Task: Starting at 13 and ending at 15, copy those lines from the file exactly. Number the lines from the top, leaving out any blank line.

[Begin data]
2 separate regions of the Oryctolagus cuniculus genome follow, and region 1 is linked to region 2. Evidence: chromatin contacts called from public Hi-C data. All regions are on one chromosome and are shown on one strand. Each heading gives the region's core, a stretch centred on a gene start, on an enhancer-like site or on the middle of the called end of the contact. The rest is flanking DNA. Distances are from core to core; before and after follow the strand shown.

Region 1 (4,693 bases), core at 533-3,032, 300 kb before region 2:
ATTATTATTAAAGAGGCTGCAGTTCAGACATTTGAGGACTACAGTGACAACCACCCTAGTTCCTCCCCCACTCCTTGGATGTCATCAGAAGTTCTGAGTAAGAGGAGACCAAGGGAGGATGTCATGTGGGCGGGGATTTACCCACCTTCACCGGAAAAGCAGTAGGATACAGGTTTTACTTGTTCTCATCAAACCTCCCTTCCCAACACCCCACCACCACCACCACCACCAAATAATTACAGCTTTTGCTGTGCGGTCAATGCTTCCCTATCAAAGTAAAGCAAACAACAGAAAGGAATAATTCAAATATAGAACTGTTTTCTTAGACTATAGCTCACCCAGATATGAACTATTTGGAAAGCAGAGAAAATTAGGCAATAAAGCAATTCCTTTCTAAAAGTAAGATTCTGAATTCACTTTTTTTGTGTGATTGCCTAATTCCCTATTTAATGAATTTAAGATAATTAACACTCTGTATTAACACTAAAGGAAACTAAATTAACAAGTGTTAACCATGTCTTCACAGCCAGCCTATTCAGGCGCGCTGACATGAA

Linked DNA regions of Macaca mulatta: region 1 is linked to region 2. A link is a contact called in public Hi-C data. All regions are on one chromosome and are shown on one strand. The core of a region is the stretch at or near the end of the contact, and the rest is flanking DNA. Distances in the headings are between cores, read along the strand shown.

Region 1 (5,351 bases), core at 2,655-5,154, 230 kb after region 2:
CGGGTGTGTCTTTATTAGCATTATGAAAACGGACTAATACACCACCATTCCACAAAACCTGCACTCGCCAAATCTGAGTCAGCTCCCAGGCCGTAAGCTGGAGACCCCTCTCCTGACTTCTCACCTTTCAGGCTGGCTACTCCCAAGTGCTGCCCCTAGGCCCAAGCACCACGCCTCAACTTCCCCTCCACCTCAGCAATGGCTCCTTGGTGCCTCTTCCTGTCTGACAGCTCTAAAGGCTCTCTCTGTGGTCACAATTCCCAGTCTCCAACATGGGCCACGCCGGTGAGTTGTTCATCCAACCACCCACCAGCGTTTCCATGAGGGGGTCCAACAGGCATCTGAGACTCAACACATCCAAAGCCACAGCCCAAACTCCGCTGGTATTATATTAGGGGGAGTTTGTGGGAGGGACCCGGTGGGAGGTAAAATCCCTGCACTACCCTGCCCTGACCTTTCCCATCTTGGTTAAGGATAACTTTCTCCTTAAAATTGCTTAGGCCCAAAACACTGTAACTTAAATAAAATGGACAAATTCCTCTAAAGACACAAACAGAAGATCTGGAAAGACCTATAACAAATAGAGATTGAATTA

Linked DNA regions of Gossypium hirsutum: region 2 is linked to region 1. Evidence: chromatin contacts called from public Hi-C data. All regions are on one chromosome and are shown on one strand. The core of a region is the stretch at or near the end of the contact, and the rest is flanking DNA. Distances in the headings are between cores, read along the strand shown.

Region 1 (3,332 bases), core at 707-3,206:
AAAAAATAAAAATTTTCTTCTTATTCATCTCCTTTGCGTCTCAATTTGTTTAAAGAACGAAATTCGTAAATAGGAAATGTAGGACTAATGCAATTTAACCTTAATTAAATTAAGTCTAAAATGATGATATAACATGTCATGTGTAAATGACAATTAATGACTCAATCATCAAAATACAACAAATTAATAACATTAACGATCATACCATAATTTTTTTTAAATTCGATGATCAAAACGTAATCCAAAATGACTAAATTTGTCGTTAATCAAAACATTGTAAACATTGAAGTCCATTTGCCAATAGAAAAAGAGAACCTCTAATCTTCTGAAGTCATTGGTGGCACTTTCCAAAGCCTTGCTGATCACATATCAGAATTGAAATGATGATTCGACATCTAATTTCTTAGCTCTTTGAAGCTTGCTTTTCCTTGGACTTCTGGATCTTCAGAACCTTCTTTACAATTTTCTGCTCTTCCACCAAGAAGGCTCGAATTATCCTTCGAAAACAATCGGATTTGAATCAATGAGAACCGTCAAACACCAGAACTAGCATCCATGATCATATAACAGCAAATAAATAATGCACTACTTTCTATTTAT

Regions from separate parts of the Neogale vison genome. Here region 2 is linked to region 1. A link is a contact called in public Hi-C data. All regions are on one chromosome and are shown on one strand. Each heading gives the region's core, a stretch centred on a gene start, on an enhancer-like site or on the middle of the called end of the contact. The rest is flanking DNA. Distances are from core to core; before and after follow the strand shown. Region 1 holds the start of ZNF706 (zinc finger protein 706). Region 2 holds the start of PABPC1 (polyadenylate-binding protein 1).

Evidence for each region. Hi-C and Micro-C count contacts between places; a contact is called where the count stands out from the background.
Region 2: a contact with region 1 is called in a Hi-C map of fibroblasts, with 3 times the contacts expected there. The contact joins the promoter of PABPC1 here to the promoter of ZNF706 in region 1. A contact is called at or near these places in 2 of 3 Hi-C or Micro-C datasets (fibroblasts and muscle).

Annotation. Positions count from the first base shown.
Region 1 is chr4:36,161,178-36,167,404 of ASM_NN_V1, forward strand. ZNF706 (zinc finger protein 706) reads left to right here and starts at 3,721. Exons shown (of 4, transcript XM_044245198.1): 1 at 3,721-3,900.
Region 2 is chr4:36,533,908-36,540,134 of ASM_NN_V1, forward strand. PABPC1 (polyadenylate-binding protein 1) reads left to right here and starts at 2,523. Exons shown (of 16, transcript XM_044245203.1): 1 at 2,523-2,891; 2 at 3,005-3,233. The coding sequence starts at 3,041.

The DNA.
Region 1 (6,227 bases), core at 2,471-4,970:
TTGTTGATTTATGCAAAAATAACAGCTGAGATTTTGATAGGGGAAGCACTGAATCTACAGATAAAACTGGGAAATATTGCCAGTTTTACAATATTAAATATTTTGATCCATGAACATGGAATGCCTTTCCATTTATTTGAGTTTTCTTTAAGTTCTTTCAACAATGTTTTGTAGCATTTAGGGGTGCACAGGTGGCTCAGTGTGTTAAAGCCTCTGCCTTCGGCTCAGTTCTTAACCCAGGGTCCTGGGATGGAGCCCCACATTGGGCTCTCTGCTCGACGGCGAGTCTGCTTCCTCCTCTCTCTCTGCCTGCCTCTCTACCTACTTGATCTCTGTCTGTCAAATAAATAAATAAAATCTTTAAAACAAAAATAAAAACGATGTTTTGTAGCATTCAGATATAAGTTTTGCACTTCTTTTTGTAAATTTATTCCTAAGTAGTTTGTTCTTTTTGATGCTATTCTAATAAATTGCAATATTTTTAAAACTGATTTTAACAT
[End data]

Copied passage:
Annotation. Positions count from the first base shown.
Region 1 is chr4:36,161,178-36,167,404 of ASM_NN_V1, forward strand. ZNF706 (zinc finger protein 706) reads left to right here and starts at 3,721. Exons shown (of 4, transcript XM_044245198.1): 1 at 3,721-3,900.
Region 2 is chr4:36,533,908-36,540,134 of ASM_NN_V1, forward strand. PABPC1 (polyadenylate-binding protein 1) reads left to right here and starts at 2,523. Exons shown (of 16, transcript XM_044245203.1): 1 at 2,523-2,891; 2 at 3,005-3,233. The coding sequence starts at 3,041.